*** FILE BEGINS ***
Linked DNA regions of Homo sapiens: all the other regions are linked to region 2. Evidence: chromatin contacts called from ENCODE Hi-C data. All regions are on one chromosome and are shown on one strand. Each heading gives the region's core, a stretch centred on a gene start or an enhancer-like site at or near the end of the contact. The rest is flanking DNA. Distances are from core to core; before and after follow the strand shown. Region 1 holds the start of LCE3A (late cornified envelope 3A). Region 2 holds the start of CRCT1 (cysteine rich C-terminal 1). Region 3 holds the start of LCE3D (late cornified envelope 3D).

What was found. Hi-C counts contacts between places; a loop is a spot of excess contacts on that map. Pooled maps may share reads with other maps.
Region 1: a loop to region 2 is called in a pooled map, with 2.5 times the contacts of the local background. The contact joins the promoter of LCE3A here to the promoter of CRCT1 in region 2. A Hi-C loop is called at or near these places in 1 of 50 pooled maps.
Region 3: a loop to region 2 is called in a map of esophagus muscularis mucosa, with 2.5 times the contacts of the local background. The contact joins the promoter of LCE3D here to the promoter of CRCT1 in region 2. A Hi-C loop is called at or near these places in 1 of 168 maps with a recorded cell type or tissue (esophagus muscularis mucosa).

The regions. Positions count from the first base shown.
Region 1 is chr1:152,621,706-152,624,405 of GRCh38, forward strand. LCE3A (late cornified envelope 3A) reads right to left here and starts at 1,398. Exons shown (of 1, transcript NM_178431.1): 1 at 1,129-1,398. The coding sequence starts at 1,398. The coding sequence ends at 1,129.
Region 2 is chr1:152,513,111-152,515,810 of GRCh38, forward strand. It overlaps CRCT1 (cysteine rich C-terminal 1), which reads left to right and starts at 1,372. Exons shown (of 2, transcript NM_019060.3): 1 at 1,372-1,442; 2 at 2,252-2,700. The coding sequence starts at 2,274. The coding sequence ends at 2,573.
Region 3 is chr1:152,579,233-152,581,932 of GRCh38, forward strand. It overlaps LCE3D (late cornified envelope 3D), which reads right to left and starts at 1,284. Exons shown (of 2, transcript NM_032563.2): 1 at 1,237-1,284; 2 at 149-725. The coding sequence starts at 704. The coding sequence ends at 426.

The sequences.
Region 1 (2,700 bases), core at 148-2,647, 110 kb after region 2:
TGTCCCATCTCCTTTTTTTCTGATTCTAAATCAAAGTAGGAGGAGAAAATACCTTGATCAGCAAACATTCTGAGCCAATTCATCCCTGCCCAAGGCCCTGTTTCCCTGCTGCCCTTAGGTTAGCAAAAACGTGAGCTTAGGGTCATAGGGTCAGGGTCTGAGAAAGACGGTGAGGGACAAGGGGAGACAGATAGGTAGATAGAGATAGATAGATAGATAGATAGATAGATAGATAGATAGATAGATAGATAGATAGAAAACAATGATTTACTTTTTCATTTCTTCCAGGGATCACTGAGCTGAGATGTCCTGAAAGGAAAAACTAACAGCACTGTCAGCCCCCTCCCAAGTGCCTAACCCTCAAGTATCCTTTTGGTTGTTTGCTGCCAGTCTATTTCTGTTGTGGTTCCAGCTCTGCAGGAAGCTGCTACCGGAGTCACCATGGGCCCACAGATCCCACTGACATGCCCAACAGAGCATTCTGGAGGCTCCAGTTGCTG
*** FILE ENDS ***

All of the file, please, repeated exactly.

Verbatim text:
Linked DNA regions of Homo sapiens: all the other regions are linked to region 2. Evidence: chromatin contacts called from ENCODE Hi-C data. All regions are on one chromosome and are shown on one strand. Each heading gives the region's core, a stretch centred on a gene start or an enhancer-like site at or near the end of the contact. The rest is flanking DNA. Distances are from core to core; before and after follow the strand shown. Region 1 holds the start of LCE3A (late cornified envelope 3A). Region 2 holds the start of CRCT1 (cysteine rich C-terminal 1). Region 3 holds the start of LCE3D (late cornified envelope 3D).

What was found. Hi-C counts contacts between places; a loop is a spot of excess contacts on that map. Pooled maps may share reads with other maps.
Region 1: a loop to region 2 is called in a pooled map, with 2.5 times the contacts of the local background. The contact joins the promoter of LCE3A here to the promoter of CRCT1 in region 2. A Hi-C loop is called at or near these places in 1 of 50 pooled maps.
Region 3: a loop to region 2 is called in a map of esophagus muscularis mucosa, with 2.5 times the contacts of the local background. The contact joins the promoter of LCE3D here to the promoter of CRCT1 in region 2. A Hi-C loop is called at or near these places in 1 of 168 maps with a recorded cell type or tissue (esophagus muscularis mucosa).

The regions. Positions count from the first base shown.
Region 1 is chr1:152,621,706-152,624,405 of GRCh38, forward strand. LCE3A (late cornified envelope 3A) reads right to left here and starts at 1,398. Exons shown (of 1, transcript NM_178431.1): 1 at 1,129-1,398. The coding sequence starts at 1,398. The coding sequence ends at 1,129.
Region 2 is chr1:152,513,111-152,515,810 of GRCh38, forward strand. It overlaps CRCT1 (cysteine rich C-terminal 1), which reads left to right and starts at 1,372. Exons shown (of 2, transcript NM_019060.3): 1 at 1,372-1,442; 2 at 2,252-2,700. The coding sequence starts at 2,274. The coding sequence ends at 2,573.
Region 3 is chr1:152,579,233-152,581,932 of GRCh38, forward strand. It overlaps LCE3D (late cornified envelope 3D), which reads right to left and starts at 1,284. Exons shown (of 2, transcript NM_032563.2): 1 at 1,237-1,284; 2 at 149-725. The coding sequence starts at 704. The coding sequence ends at 426.

The sequences.
Region 1 (2,700 bases), core at 148-2,647, 110 kb after region 2:
TGTCCCATCTCCTTTTTTTCTGATTCTAAATCAAAGTAGGAGGAGAAAATACCTTGATCAGCAAACATTCTGAGCCAATTCATCCCTGCCCAAGGCCCTGTTTCCCTGCTGCCCTTAGGTTAGCAAAAACGTGAGCTTAGGGTCATAGGGTCAGGGTCTGAGAAAGACGGTGAGGGACAAGGGGAGACAGATAGGTAGATAGAGATAGATAGATAGATAGATAGATAGATAGATAGATAGATAGATAGATAGATAGAAAACAATGATTTACTTTTTCATTTCTTCCAGGGATCACTGAGCTGAGATGTCCTGAAAGGAAAAACTAACAGCACTGTCAGCCCCCTCCCAAGTGCCTAACCCTCAAGTATCCTTTTGGTTGTTTGCTGCCAGTCTATTTCTGTTGTGGTTCCAGCTCTGCAGGAAGCTGCTACCGGAGTCACCATGGGCCCACAGATCCCACTGACATGCCCAACAGAGCATTCTGGAGGCTCCAGTTGCTG